Toledo—Paul Ryan is really upset with Barack Obama about that auto bailout.
Which means that Ryan is upset with himself.
In a campaign where the standard for what constitutes the “big lie” keeps getting adjusted upward, Ryan is trumping even Mitt Romney by attacking President Obama and Vice President Biden for backing policies that Ryan backed.
Picking up on the Romney campaign’s closing claim that the moves taken to rescue General Motors and Chrysler somehow damaged the auto industry—despite the fact that GM and Chrysler say different—Ryan has been banging away on the bailout.
“The facts, they speak for themselves. President Obama took GM and Chrysler into bankruptcy, taxpayers still stand to lose $25 billion dollars in the president’s politically managed bankruptcy,” the Republican nominee for vice president claimed at a rally in Racine, Wisconsin. “These companies, Chrysler in particular we know this story, are now choosing to expand manufacturing overseas.”
In the final days of a campaign that has taken the shine off his “golden boy” status, Ryan was going all-in on the Republican ticket’s biggest lie: a claim that Obama’s policies had somehow endangered the sprawling Jeep plant in Toledo, a critical battleground in the critical battleground state of Ohio.
That’s not true.
Yes, Ryan says, “These are the facts. These facts are inconvenient for the president but no one disputes them. The President and the Vice President, the problem is they simply can’t defend their record.”
That’s remarkably tough talk about the auto bailout that polling suggests is very popular, especially with voters in battleground states such as Ohio, Michigan, Pennsylvania and Wisconsin. It is, as well, remarkably dishonest talk, which tries to obscure the facts that—in addition to saving an industry with 1 million jobs—the bailout is credited with spurring an auto manufacturing resurgence that has seen the creation of almost a quarter=million jobs and a pattern of profitable quarters for the Big Three.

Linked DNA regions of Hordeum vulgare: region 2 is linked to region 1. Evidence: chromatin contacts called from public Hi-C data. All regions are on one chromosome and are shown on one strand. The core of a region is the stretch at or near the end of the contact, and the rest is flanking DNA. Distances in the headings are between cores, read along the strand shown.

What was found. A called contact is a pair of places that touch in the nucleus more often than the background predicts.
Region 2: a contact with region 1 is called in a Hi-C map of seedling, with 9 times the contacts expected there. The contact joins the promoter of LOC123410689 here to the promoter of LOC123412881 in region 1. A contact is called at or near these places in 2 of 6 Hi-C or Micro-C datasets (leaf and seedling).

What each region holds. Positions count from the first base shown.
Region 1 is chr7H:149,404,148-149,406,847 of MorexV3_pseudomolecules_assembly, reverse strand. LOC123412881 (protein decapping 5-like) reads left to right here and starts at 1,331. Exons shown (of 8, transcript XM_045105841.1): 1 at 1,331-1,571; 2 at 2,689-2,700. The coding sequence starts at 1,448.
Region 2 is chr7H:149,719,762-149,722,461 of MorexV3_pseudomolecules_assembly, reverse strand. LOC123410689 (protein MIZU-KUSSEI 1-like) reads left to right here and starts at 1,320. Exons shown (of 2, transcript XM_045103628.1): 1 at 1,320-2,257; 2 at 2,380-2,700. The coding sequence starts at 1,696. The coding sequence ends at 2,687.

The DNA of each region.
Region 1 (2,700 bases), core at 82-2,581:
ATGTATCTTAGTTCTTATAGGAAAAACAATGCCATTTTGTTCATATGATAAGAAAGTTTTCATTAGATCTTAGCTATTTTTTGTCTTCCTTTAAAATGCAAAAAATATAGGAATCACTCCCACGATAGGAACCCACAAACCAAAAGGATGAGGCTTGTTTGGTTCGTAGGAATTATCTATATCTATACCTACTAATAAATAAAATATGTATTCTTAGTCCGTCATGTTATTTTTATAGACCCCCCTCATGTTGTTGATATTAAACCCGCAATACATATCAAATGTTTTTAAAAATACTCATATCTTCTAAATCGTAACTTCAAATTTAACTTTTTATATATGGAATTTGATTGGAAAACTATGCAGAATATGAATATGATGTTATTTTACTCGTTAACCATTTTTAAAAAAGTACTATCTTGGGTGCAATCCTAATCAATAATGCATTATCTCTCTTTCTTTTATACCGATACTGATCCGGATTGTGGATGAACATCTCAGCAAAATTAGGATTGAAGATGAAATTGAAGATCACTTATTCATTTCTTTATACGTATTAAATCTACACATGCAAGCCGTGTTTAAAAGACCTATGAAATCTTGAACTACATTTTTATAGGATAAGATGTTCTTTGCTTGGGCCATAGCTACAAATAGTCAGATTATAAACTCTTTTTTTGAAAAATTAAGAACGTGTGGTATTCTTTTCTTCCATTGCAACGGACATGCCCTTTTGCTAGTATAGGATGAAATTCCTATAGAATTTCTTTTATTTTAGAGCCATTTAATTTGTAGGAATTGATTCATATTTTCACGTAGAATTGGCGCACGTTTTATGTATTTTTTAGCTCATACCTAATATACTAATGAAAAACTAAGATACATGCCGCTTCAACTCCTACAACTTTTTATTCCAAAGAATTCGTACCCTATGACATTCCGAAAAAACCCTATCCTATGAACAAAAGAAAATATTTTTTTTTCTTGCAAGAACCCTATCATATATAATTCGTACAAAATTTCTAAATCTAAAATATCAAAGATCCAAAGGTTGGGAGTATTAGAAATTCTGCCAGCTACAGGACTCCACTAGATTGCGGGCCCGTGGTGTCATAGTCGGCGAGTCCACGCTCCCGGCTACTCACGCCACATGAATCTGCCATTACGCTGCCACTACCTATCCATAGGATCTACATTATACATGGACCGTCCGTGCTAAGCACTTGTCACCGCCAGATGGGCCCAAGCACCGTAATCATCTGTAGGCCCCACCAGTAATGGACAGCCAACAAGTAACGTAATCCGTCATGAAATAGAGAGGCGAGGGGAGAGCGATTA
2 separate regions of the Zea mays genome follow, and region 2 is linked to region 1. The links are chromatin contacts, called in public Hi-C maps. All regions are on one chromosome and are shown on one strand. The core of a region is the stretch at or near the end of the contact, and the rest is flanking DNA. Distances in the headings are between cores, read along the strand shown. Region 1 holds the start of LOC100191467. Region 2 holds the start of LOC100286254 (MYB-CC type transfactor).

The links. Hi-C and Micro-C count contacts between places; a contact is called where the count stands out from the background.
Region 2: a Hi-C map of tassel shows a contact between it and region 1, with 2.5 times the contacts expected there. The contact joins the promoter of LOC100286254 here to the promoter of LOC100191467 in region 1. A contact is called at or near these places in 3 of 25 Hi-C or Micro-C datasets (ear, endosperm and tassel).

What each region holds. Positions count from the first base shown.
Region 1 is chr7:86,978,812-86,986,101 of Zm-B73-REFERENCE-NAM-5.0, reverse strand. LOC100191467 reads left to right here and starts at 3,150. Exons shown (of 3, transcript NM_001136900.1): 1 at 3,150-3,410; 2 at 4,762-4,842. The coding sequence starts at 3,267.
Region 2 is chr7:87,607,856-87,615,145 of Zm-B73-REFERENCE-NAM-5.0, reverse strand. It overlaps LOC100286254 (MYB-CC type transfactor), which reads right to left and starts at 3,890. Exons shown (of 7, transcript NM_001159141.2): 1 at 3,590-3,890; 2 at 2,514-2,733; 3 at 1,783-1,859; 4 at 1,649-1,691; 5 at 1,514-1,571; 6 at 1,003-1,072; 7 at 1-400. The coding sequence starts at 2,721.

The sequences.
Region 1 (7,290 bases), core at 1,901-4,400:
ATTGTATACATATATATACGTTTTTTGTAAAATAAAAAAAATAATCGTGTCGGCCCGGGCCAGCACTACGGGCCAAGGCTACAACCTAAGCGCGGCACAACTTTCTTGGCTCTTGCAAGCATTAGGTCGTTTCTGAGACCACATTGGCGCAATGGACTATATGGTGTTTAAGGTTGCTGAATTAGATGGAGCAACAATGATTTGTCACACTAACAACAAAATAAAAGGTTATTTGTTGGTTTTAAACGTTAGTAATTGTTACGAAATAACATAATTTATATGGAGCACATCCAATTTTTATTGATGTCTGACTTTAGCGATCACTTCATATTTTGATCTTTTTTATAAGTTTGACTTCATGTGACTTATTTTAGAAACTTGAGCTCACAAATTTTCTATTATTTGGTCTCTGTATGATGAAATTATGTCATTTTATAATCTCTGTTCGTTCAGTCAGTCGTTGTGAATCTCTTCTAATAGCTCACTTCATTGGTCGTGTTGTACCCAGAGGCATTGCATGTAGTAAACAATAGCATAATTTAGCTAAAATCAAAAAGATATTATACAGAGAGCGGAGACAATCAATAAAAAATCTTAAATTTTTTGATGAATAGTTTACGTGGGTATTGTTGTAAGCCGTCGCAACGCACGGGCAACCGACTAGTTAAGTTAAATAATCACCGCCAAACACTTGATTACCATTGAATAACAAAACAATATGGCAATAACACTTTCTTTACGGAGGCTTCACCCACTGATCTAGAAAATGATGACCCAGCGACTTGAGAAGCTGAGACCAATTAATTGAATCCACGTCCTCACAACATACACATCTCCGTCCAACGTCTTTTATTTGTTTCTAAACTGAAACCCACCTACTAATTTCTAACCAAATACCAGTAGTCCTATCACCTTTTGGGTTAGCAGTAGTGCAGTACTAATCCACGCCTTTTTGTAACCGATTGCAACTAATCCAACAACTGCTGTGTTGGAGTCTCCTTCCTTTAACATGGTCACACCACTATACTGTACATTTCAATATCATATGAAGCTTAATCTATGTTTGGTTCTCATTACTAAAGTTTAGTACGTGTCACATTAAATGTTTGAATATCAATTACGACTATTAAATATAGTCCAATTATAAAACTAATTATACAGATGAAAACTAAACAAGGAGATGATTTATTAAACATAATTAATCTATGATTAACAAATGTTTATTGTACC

That may be why GM officials, frustrated by the Republican campaign’s attempts to create a false impression among voters, took the rare step of issuing a statement that said Romney and Ryan appear to be getting their information from a “parallel universe.”
Even as he was fact-checked into a corner, Ryan kept up the (in the words of the Cleveland Plain Dealer) “flailing”—seemingly convinced that constant repetition can spin fantasy into reality.
“GM and Chrysler are expanding their production overseas,” Ryan said in a statement circulated by the Romney campaign, which conveniently neglected to note that they are expanding in the United States, as well.
“These are facts that voters deserve to know as they listen to the claims President Obama and his campaign are making,” continued Ryan. “President Obama has chosen not to run on the facts of his record, but he can’t run from them.”
But records are funny things.
Obama and Biden aren’t the only candidates on this year’s ballot who supported the auto bailout.
The Wisconsin congressman was one of thirty-two Republicans who backed the bailout, and his support was critical, as he was the ranking Republican on the House Budget Committee—which he now chairs. Ryan’s support gave conservative credibility to the bailout at a time when Romney was writing a New York Times op-ed headlined: “Let Detroit Go Bankrupt.”
In its response to the Romney’s attempt to create the false impression that Jeep production in Toledo might be shifted to China, Jeep’s parent company, Chrysler, dismissed Romney’s line as a “leap that would be difficult even for professional circus acrobats.”
But the Republican vice presidential candidate has outdone the Republican presidential candidate.
Ryan’s condemning President Obama for arranging an auto bailout that Ryan supported.
That’s not the work of an acrobat.
That’s the work of a contortionist.
Unfortunately, few in the mainstream media are holding Romney and Ryan accountable for their campaign falsehoods. Check out Eric Alterman's latest on the failed fact-checking of this election.